Ephraim and Manasseh


Ephraim and Manasseh were the grandchildren of Jacob (Israel) and were elevated by him into positions of land-owning status, becoming two of the twelve tribes of Israel. Their father, Joseph, originally himself a member of the twelve tribes, had been sold into slavery by his brothers and taken to Egypt, while there, he rose to a position of great importance, heading the overflowing grainery of the Egyptian Pharaoah.

When a famine threatened to kill Jacob and his other sons in the land of Palestine, they heared that there was lots of food in Egypt, and went there only to discover that Joseph was the overseer of that food supply. Instead of dealing with them as they deserved, Joseph welcomed his family and provided for them sumptuously.

As a reward, Jacob (Israel) elevated Joseph to a patriarch (Abraham, Isaac, Jacob and Joseph) and promoted Joseph's two sons, giving them equal status with his remaining eleven. The number came down to twelve when the tribe of Levi relinquished its land-owning status, and assumed the role of providing the other tribes with priests.

The Holy Spirit has designed the Bible so that its stories, like the parables of Jesus, have within them a code, i.e., allegory, which reveals the hidden meaning behind the words. The use of metaphore was very common in the lands of the east at the time the Bible stories were written, and the code which permeated scripture was cohesive, all-encompassing and profound.

The Israelites, like all ancient people, placed great importance on first-born sons. We can see the crucial role this concept had throughout the scriptures. Manasseh was born first and so should have been pre-eminent, but an act of chicanery reversed the order, resulting in Jacob giving the first-born blessing to Ephraim instead.

Centuries later, when the tribes of Israel reached the Holy Land after being freed from Egyptian slavery, the city of Jerusalem had no meaning to them. Nor did the tribe of Judah, the fourth-born son of Jacob (Israel).

Instead, there was a prophetic preeminence (in the code of biblical allegory) surrounding Ephraim that compelled the Israelites to place the priesthood and temple in a town called Shiloh in the land belonging to Ephraim. But the temple did not remain in Shiloh because the images God had in mind in this code were pointing farther down the road.

Subsequent events have shown us that the prophecies which flow from these two grandchildren of Jacob, were pointing, first, to the two Houses of Israel born out of the Hebrew civil war; and second to their New Testament fulfillment in the schism between Christians and Jews.

Prophecy promised that the eldest of these two grandchildren would be the least, and that the youngest would be elevated to primacy over the other.

This prophecy was first launched when Jacob gave Ephraim the patriarchal blessing instead of his older brother, Manasseh. And when Ephraim achieved early spiritual dominence in the land of Palestine, the prophecy seemed to come true.

But Shiloh was just the start of the images the Holy Spirit intended should come out of this important cryptogram. Passing through the code of the schism, Ephraim proved to be an allegory of Christianity and Manasseh an allegory of its older brother, Judaism.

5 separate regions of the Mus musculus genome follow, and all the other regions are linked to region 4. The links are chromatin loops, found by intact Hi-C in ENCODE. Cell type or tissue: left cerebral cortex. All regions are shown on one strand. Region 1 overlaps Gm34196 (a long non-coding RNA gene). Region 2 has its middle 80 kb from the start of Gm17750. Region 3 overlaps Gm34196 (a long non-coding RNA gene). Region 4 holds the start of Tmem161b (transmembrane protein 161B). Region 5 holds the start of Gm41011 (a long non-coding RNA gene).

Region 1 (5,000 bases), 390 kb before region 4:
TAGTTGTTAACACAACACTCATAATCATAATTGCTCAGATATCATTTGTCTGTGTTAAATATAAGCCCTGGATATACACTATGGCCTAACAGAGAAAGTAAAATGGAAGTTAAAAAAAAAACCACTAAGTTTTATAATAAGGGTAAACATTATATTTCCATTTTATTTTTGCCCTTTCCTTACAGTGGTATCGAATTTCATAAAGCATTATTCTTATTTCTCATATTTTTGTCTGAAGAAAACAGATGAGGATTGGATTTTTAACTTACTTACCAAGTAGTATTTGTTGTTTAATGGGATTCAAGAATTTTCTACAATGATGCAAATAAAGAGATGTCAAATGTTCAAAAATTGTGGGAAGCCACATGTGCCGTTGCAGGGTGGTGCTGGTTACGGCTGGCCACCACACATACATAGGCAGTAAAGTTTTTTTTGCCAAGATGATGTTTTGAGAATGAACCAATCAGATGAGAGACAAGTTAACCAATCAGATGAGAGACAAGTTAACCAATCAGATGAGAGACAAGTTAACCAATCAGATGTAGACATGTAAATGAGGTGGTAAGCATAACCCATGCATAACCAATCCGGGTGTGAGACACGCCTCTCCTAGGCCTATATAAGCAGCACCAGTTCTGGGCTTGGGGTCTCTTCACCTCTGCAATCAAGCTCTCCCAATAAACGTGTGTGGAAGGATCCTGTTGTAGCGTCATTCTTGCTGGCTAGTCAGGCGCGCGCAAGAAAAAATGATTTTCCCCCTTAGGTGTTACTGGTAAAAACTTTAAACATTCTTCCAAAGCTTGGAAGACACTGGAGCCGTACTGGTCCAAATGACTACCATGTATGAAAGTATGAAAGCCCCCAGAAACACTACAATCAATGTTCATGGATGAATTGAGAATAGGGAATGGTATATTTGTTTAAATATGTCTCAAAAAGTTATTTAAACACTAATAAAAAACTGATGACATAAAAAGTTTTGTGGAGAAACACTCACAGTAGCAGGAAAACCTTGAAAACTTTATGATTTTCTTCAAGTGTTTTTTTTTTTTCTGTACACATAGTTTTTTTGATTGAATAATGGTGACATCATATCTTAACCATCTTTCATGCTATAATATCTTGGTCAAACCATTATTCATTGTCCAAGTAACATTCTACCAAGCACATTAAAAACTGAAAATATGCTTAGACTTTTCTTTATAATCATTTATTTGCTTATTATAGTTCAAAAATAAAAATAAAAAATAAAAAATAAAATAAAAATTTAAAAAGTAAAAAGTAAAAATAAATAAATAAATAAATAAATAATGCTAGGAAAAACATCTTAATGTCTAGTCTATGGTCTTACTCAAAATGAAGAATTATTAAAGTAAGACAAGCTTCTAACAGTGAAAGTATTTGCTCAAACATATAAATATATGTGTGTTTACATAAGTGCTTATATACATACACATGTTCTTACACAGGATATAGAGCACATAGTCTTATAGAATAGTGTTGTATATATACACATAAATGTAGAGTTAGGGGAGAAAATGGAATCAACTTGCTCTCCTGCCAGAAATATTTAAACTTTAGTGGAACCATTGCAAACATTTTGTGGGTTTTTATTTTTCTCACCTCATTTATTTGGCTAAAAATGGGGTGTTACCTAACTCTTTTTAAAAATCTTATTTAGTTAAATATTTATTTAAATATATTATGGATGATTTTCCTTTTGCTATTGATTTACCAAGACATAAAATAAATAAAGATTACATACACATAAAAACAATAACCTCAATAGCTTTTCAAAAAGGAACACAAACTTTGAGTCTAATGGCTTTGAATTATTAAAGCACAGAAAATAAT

Outnumbering Jews 100 to 1, Christians (the youngest) became the greatest just as the prophecy forsaw; and the two together have become the focal point for the entire religion of God on earth -- the two grandchildren of Israel (Jacob) absorbing in code form the entire tribal structure within themselves.

The Bible is filled with similar examples.

Since the twelve Apostles have been constructed on the template of Israel's twelve tribes, two of Christ's Apostles must correspond to Ephraim and Manasseh.

In looking at scripture, we find that there are two that do. In other words, God has followed the template perfectly.

In the case of the twelve tribes of Israel, Levi, was pulled out of landowning status -- the status which designated the twelve geographic areas of Israel, and became the tribe of the priesthood. From this priestly tribe came Moses and his brother Aaron. With Levi's change of status, the twelve became eleven.

We have also shown above what happened concerning the former tribal status of Joseph. His absence dropped the tribes down to ten.

When Jacob appointed his two grandchildren, Ephraim and Manasseh, into the ranks, the total rose back to twelve.

In the case of the 12 Apostles, Peter was elevated by Jesus to high priest to assume God's highest mantle of what Leviticism allegorically stood for, and Judah removed himself by suicide after betraying Christ.

Two more Apostles, those which correspond to Ephraim and Manasseh, were then added.

First came Matthias, who was selected by a choice of lots at a time when the entire Christian church numbered only 120 people (Acts 1:15-26). Because he was first, Matthias corresponds to Manasseh who preceded Ephraim in birth.

The prophecy stated that the second would become the greatest. So just as Ephraim became dominant over Manasseh, so did the second late-appointed Apostle of Christ become dominant over Matthias.

This second Apostle, chosen later by the Holy Spirit, was Paul -- the Apostle to the pagans. Paul corresponds to Ephraim in the prophecies.


See, Also:

'The Clock of God', Chapter 6, 'The Scattering'




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